A Poetry-Lover's Guide To the World-Wide Web
I look for poetry which expresses genuine feeling: love, tenderness, despair, wistfulness, rage... The guide consists of 100 poems and 65 links to other poetry collections and guides.
The poems are English-language with a few non-English poems whose translations are, in themselves, great poetry.
The guide is divided into three parts:
* poets whose most important work was done before 1950
* poets whose most important work was done after 1950
* links to other Web poetry collections and guides
This is a grouping of the PLGWWW and the Scraps of Faith poems by subject .
I have included almost no "modern poetry". The print-published poetry of the past fifty years is what one might call "imagist poetry"*: thousands of well-crafted, carefully-thought-out poems of which astonishingly few express genuine feelings about things which are really important to human beings. I've tried, nevertheless, to search through these imagist/literary poems just as thoroughly as I've searched elsewhere...
I have omitted numerous generally-accepted-as-great Cavaliers, gallants, Romantics; Donne, Herrick, Milton, Pope, Wordsworth, Coleridge, Byron, Shelley, Keats, Tennyson, Browning (1 and 2), Poe. I respect them, but am not moved....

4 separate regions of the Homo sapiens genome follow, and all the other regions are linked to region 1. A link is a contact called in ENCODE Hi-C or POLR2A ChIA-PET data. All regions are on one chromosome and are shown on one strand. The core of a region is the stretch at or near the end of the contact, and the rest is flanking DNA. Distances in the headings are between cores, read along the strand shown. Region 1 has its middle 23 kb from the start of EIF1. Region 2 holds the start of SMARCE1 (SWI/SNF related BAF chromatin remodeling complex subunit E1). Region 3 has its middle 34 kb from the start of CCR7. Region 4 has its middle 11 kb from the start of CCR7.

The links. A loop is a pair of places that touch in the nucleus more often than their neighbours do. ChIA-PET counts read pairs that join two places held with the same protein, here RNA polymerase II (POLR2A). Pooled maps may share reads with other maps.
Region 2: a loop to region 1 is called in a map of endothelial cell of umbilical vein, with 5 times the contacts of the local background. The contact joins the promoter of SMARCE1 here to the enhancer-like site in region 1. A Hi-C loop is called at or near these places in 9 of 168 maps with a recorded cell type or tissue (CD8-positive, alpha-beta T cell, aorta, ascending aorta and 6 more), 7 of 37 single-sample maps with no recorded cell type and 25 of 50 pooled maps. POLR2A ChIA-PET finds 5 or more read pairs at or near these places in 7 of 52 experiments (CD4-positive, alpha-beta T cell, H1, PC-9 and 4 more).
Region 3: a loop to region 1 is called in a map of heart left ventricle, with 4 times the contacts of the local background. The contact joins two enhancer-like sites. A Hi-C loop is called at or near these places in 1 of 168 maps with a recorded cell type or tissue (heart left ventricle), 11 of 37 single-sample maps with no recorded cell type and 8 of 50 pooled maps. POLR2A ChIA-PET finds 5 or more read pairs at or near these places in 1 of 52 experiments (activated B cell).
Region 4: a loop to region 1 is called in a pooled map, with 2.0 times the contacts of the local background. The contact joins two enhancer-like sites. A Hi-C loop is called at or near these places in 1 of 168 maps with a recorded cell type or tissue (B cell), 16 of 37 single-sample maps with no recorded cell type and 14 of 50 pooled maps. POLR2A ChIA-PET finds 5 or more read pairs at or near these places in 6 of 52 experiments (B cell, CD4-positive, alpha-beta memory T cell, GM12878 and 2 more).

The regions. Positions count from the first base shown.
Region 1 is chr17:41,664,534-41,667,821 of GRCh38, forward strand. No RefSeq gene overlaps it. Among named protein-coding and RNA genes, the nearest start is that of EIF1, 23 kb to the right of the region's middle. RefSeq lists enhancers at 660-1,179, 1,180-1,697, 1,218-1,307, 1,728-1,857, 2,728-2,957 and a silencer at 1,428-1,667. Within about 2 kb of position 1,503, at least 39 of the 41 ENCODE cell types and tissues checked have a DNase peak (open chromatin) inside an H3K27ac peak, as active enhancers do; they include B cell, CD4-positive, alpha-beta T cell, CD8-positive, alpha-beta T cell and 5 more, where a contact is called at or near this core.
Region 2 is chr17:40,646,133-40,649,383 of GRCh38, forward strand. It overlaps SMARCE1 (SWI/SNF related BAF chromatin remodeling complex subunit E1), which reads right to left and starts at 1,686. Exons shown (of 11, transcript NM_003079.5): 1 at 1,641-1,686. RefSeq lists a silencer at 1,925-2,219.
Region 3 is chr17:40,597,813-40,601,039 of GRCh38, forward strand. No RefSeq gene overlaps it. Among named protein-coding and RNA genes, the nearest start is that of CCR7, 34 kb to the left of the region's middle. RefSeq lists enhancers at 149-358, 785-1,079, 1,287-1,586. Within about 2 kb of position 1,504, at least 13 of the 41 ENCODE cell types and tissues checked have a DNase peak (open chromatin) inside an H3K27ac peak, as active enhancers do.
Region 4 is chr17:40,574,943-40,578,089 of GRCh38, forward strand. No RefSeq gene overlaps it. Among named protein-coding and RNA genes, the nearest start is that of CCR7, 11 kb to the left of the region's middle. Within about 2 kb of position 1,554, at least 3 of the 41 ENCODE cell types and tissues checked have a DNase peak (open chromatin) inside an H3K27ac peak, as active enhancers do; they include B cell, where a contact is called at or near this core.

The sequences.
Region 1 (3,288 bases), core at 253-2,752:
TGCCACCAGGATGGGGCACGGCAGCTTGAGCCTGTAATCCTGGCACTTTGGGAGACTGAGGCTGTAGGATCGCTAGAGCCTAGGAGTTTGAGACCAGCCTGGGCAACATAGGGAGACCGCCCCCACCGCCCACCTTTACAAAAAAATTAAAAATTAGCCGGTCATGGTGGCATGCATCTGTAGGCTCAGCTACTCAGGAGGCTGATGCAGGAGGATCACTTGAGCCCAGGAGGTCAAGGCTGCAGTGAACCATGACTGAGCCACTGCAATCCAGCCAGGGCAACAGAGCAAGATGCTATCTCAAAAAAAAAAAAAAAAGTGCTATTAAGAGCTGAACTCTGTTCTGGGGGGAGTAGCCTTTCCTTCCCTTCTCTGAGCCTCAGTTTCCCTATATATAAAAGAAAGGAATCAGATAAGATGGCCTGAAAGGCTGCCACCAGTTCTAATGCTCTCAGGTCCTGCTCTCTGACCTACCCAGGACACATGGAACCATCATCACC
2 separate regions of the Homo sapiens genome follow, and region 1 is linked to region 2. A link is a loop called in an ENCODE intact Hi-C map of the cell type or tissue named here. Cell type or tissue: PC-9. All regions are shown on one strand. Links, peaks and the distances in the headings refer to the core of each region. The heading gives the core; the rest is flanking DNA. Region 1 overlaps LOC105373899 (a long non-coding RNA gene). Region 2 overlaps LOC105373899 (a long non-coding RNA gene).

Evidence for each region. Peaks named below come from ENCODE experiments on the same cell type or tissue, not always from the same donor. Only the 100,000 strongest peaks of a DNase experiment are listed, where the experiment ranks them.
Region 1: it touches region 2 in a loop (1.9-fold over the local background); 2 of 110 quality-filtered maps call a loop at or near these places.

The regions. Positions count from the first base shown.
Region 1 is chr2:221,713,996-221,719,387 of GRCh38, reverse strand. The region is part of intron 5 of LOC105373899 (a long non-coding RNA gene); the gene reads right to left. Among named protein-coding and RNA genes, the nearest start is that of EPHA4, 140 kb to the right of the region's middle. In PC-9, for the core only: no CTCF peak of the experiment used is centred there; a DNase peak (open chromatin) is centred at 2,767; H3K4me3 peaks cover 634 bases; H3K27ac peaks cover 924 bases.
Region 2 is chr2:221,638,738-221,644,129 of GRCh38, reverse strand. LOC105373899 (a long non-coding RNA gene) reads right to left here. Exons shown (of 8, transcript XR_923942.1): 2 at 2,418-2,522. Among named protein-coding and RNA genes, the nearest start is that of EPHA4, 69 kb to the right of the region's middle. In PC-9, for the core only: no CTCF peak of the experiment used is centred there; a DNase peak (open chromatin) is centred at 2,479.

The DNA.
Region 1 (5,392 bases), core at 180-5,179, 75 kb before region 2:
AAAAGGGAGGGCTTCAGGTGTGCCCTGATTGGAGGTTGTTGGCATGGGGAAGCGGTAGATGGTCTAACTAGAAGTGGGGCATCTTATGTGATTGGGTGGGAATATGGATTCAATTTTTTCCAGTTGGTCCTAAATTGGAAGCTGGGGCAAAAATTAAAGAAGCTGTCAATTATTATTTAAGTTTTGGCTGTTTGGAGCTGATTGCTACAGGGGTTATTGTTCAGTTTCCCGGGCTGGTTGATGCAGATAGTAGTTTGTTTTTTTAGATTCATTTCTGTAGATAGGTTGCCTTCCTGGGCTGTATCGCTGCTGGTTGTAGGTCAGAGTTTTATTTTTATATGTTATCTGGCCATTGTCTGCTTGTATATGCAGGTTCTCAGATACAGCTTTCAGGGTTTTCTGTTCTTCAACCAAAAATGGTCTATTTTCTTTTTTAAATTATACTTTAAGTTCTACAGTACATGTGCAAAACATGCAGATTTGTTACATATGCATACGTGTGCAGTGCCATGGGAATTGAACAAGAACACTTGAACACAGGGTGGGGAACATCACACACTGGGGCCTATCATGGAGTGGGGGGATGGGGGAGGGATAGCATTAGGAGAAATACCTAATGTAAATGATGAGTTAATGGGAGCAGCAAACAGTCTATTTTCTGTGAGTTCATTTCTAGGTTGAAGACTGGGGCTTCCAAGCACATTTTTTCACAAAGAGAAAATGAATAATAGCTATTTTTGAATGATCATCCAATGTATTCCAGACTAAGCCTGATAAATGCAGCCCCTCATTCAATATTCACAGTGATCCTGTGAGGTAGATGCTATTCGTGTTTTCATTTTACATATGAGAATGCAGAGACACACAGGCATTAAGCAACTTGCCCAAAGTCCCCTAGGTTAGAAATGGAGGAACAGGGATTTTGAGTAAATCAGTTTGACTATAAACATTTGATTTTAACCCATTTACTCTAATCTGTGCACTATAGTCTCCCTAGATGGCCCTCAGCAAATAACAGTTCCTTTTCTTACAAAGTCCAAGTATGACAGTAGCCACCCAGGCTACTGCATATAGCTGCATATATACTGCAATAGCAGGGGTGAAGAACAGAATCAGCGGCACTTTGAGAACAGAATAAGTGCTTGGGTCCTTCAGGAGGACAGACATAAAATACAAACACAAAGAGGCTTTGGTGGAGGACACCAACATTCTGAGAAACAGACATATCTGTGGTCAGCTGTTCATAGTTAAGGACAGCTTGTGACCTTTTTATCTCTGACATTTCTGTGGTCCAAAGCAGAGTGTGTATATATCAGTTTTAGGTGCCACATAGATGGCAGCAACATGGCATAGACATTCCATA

Forgive my pretensions. This is what you get when a guy working 40 hours a week as a software engineer with three children under 10 years old tries to take on something like "English-Language Poetry". Whatever value the guide has lies in the absurdly simple idea that great poetry expresses genuine feelings about things which are really important to human beings.
Though I looked at thousands of poems, I'm certain there are many, many good poems which I've missed. This is a work-in-progress. If you know of others I should include, please email me: Lucius @ jspecht.org .
* imagist poetry: Though this term is normally used more narrowly, I feel it is the distinguishing characteristic of nearly all "modern poetry" (-- see the third paragraph under "The Argument" on the Humanist Art Homepage).